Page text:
When Dr. Frank Dalinchow was a teenager, he spent a summer traveling throughout the Navajo Nation and Hopi Reservation, where he was first introduced to the people and traditions there.
Witnessing a Hopi snake dance to help bring in the rain left an impression to last through the years.
“It was a really hot, dry, dusty day when the dance started and at the end the dance, it was just pouring rain. I remember that smell, when the rain falls in the desert,” Dalinchow said.
After nearly 20 years at the Tuba City Regional Health Care Corp., Dalinchow, among innumerable others, has now helped to bring a relief much like late summer rains to the reservation – cancer treatment.
After more than two years of active development, the Specialty Care Center saw its first patient in May. The center provides chemotherapy and screenings, as well as translators, traditional healers and the Hope House, a space for those affected by cancer to receive free support.
Dalinchow began working as a physician at the Tuba City hospital in 2000. As years went by, he noticed more and more cases of advanced cancer in his patients, who then had to travel an average of 175 miles one way to access chemotherapy in Flagstaff.
Dalinchow said the top cancers faced by his Navajo and Hopi patients are prostate and breast cancer, which are seen up to seven times more often in this demographic than in other Americans, possibly because of contamination from nearby uranium mines.
Many patients refused to travel to seek cancer care because of the burden it would place on their families, who would have to pay for gas to drive them to Flagstaff and translate doctors’ diagnoses once they were there.
“I think it’s a tremendous psychological burden to put on a person to translate these difficult issues to their loved ones,” Dalinchow said.
A patient with kidney cancer once told him, “I’m just not going to do that to my family. I’d rather go home and die.”
In response, Dalinchow decided to return to school in Maryland to study hematology and oncology, like his wife, Dr. Johanna DiMento, who works with him in Tuba City.
“I love taking care of people in rural settings. I hate the idea of patients having to travel so far to get care; it’s Flagstaff but it might as well be another country,” DiMento said.
When they returned from Maryland, the two joined Lynette Bonar, CEO of the Tuba City Regional Health Care Corp., to share this need for more localized cancer treatment with the Indian Health Service and other national partners.
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“It’s really been her vision to bring cancer treatment to the reservation and she knew this is something Frank and I have wanted to do forever. No one else, over all these decades, has pushed to make it so, and she has,” DiMento said.
The efforts required the help of more than just local advocates, though, so hospital representatives approached another couple, Brandy and Jeff Tomhave, attorneys based in Baltimore, Maryland who have advocated for funding for the Tuba City care center in Washington, D.C., for more than a decade.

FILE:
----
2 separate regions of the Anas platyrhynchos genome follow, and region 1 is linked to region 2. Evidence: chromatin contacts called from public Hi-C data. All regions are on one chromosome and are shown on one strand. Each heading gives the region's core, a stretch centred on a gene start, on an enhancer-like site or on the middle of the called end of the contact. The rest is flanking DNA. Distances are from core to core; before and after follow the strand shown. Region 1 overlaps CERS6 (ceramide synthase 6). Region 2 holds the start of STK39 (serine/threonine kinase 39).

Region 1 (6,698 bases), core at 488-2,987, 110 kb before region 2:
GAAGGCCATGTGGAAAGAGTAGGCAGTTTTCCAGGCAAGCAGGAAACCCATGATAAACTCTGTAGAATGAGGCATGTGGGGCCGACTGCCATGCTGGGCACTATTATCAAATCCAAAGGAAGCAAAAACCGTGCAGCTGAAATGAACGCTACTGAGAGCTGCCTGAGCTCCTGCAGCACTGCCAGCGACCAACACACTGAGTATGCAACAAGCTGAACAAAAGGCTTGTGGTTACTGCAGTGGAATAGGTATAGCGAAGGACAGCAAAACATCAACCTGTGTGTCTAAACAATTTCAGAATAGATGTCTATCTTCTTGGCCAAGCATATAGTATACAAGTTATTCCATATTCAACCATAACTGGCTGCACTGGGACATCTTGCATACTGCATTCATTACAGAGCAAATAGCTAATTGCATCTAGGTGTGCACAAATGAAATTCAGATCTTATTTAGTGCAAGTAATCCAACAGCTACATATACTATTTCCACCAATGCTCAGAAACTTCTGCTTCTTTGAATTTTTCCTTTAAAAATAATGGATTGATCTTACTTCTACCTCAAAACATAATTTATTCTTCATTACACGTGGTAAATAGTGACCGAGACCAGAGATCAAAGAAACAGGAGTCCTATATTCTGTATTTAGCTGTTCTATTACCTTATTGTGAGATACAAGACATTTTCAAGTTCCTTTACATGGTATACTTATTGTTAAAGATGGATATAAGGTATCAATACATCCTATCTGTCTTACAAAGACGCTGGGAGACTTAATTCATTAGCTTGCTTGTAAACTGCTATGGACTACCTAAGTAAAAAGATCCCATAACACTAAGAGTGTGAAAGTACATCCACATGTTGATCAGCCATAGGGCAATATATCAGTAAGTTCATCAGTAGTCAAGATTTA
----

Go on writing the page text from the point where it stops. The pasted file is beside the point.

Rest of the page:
This particular endeavor was different from their previous work, though, because it required new connections to get the idea off the ground and make it sustainable.
“We learned we were trying to advocate for an issue nobody knew existed. We had to back way up and do a lot of educating because if nobody knows your story, they can’t possibly help you. Our job was to tell the story,” said Brandy, an enrolled tribal member with the Choctaw Nation in Oklahoma.
Seeking funding everywhere, the couple even had a billboard put up alongside Interstate 40 last year to advertise the hospital’s GoFundMe campaign.
They also forged a partnership with the Cancer Support Community, a national network of nonprofit cancer support centers, while attending the Obama administration’s Cancer Moonshot Summit.
Brandy said she tackled Kim Thiboldeaux, CEO of the Cancer Support Community, to ask if she was aware that there were no cancer treatment centers on any American Indian reservation.
“She thought I was crazy, so she charged her staff with researching whether or not that was true and they were shocked to find out I was telling the truth,” Brandy said.
Tuba City and the Cancer Support Community have been linked ever since, with Thiboldeaux introducing it to grants and other sources of funding. The organization also runs the new Hope House.
Though the Specialty Care Center is now open and has been seeing up to ten patients each week, the work of these two husband-and-wife teams is far from over.
Some cancer patients still have to travel to Flagstaff and even Phoenix for treatment of rarer cancers; however, Dalinchow and DiMento hope to help transfer the patients who are still traveling to Flagstaff for chemotherapy to the new center and begin their own radiation oncology services within the next few years.
A specialized pharmacy is also in the works and should be completed soon.
“We want to be a center that treats all cancers that are appropriate for a community setting. All the common cancers are things we can easily handle here,” Dalinchow said.